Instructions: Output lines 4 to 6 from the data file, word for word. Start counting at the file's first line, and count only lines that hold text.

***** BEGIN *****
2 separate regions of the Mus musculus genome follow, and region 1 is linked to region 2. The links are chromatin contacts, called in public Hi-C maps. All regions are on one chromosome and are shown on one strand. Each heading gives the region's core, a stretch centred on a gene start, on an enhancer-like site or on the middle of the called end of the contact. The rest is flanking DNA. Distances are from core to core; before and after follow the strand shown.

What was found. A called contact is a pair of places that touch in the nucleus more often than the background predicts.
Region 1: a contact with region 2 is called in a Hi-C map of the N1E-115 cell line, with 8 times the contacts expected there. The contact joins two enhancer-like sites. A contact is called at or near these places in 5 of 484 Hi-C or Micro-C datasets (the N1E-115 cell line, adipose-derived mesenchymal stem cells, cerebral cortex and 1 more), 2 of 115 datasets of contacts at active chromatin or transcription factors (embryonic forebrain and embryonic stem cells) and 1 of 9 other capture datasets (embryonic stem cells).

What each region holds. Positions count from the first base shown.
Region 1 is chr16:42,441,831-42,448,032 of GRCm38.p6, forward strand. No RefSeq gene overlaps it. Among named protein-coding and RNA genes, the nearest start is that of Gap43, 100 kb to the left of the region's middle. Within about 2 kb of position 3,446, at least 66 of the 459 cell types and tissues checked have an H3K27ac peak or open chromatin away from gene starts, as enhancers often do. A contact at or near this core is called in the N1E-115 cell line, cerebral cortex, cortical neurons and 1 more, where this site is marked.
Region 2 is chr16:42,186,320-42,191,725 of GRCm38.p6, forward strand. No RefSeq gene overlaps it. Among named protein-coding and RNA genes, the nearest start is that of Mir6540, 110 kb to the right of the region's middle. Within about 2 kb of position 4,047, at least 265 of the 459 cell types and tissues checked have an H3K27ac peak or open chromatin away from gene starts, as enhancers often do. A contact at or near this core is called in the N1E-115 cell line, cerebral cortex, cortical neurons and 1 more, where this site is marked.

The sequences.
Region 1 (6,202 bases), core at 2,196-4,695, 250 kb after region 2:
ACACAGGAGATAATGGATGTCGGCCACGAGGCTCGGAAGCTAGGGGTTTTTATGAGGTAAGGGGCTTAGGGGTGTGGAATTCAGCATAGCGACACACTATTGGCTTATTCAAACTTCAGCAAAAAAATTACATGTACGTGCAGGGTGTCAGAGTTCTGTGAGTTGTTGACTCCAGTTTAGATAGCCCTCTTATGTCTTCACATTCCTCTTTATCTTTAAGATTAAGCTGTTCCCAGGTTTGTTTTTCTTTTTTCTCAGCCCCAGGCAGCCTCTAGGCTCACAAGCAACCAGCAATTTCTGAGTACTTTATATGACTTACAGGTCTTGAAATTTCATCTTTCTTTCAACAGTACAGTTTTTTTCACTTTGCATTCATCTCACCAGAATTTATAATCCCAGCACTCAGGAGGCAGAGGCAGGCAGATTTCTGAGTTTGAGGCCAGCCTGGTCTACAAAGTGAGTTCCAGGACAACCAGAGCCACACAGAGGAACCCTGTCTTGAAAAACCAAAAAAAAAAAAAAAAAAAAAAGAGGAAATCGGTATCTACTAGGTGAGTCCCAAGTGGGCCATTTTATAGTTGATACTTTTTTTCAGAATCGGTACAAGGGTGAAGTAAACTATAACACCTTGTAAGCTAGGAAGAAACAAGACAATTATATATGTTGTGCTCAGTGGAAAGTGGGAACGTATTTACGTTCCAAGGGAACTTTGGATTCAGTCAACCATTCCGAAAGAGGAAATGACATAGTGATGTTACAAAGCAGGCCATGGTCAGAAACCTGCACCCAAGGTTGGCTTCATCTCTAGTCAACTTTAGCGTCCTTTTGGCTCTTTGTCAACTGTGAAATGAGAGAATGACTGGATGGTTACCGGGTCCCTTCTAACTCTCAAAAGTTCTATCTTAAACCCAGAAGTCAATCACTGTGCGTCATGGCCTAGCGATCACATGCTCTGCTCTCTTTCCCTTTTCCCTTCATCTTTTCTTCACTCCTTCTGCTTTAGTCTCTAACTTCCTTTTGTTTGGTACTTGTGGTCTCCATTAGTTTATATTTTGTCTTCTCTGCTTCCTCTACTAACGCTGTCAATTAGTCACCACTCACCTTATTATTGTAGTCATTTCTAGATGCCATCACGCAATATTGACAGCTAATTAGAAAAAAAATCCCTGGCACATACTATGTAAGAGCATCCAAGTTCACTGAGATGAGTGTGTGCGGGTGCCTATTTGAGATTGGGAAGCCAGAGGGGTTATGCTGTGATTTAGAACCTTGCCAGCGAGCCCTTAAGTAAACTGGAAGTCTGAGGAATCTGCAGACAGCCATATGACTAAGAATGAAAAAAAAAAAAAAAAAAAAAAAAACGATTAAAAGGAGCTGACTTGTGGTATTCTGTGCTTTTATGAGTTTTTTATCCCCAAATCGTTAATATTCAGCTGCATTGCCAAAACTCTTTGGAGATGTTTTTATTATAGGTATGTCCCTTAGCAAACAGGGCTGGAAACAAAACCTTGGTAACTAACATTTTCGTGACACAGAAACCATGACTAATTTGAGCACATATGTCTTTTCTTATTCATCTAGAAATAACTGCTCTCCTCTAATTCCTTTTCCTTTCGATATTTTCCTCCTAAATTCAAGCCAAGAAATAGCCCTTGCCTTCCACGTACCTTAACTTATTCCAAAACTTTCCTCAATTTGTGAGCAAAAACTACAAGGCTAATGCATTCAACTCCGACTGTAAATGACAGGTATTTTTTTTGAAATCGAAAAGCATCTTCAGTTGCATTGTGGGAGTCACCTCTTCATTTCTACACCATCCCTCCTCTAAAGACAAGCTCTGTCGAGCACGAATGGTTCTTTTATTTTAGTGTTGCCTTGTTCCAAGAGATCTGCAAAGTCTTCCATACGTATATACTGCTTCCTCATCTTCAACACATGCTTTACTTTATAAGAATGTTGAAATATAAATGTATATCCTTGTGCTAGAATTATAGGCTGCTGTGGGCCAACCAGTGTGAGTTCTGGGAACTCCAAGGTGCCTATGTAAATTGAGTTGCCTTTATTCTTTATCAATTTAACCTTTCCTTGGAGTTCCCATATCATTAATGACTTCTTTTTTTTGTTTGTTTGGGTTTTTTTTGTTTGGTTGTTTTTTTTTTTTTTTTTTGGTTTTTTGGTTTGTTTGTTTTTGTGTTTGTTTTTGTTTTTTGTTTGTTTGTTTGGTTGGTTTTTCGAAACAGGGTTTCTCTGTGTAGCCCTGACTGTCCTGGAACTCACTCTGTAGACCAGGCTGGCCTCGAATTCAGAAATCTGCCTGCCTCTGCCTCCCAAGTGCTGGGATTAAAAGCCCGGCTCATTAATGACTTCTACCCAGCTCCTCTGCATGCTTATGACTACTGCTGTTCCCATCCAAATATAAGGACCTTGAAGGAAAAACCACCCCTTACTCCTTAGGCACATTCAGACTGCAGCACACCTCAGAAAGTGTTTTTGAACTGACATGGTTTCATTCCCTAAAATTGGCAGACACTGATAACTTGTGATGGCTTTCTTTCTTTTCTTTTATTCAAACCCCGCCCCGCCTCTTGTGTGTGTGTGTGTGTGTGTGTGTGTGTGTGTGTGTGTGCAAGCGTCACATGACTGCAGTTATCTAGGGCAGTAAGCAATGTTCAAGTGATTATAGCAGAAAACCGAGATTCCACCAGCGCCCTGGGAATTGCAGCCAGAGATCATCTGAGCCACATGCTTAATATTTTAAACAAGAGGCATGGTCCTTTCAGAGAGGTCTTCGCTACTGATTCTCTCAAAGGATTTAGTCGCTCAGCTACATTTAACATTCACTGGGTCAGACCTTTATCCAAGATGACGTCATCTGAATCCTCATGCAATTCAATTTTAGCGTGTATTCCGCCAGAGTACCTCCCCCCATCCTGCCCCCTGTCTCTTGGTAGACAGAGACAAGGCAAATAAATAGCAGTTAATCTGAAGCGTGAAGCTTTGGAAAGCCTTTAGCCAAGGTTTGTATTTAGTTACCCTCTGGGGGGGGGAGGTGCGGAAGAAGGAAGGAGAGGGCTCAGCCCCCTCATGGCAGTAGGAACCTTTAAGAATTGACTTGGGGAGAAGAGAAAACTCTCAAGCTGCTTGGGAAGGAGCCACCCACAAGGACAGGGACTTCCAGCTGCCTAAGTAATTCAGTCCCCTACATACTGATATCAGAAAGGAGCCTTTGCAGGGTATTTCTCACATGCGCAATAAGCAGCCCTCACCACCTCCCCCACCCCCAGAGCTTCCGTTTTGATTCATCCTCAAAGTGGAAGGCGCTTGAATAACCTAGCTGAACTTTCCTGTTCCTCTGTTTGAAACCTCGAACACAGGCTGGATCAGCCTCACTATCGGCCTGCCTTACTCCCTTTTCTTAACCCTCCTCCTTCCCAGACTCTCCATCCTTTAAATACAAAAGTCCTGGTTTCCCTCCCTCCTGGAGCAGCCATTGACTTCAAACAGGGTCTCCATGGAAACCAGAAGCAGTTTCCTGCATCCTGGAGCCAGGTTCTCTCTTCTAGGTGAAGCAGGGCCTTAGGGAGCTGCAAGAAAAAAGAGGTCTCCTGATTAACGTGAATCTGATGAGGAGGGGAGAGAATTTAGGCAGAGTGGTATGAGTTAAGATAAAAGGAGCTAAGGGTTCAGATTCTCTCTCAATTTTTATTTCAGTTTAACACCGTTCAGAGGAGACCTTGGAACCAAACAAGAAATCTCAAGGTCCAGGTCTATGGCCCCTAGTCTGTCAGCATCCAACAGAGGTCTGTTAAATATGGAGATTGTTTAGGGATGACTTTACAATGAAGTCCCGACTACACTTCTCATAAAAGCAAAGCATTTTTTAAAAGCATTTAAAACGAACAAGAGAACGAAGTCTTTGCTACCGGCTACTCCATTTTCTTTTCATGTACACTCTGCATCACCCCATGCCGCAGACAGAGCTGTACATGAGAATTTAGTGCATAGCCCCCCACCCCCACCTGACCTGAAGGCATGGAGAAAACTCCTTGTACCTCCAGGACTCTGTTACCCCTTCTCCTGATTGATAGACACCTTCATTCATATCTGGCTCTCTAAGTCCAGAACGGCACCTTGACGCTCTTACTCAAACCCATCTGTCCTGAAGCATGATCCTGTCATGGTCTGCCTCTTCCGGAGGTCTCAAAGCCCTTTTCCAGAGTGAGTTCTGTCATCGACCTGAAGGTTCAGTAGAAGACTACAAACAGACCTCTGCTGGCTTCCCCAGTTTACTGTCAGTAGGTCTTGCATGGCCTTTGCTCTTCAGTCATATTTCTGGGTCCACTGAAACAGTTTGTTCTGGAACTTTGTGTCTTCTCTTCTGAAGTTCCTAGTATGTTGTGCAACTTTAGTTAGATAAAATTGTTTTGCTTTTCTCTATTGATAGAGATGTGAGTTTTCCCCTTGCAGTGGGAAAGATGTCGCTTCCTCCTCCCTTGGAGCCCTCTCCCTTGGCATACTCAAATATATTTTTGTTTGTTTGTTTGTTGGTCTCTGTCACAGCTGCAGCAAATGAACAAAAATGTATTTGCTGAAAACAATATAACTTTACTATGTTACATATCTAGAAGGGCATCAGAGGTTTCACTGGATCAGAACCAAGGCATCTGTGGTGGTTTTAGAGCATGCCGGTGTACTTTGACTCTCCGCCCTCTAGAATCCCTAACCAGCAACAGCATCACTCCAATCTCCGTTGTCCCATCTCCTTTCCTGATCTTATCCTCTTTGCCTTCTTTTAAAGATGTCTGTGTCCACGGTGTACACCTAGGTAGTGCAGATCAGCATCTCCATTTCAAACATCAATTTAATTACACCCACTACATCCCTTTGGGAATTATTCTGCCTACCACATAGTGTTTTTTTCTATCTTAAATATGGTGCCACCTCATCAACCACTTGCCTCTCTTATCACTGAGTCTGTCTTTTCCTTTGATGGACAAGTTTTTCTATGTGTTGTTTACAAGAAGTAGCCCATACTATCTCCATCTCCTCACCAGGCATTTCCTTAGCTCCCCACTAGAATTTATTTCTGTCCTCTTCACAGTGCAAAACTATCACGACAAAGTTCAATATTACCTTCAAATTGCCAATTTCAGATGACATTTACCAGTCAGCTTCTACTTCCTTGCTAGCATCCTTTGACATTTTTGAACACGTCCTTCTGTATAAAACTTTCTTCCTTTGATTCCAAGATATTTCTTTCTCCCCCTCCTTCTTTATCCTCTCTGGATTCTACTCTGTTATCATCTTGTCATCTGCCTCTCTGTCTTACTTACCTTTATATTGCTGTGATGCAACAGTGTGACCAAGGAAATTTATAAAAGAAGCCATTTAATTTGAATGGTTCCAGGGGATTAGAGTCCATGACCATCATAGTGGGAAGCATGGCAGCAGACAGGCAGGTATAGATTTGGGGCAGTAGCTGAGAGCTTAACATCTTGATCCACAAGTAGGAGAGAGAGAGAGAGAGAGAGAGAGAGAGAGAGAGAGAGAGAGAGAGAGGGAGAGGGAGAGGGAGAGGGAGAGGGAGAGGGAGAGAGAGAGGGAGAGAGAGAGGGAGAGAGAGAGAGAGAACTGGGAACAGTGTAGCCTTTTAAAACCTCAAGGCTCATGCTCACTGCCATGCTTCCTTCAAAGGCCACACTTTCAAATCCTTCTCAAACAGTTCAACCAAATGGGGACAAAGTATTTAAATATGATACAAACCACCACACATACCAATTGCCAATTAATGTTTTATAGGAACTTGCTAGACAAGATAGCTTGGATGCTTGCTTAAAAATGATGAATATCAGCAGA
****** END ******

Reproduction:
What each region holds. Positions count from the first base shown.
Region 1 is chr16:42,441,831-42,448,032 of GRCm38.p6, forward strand. No RefSeq gene overlaps it. Among named protein-coding and RNA genes, the nearest start is that of Gap43, 100 kb to the left of the region's middle. Within about 2 kb of position 3,446, at least 66 of the 459 cell types and tissues checked have an H3K27ac peak or open chromatin away from gene starts, as enhancers often do. A contact at or near this core is called in the N1E-115 cell line, cerebral cortex, cortical neurons and 1 more, where this site is marked.
Region 2 is chr16:42,186,320-42,191,725 of GRCm38.p6, forward strand. No RefSeq gene overlaps it. Among named protein-coding and RNA genes, the nearest start is that of Mir6540, 110 kb to the right of the region's middle. Within about 2 kb of position 4,047, at least 265 of the 459 cell types and tissues checked have an H3K27ac peak or open chromatin away from gene starts, as enhancers often do. A contact at or near this core is called in the N1E-115 cell line, cerebral cortex, cortical neurons and 1 more, where this site is marked.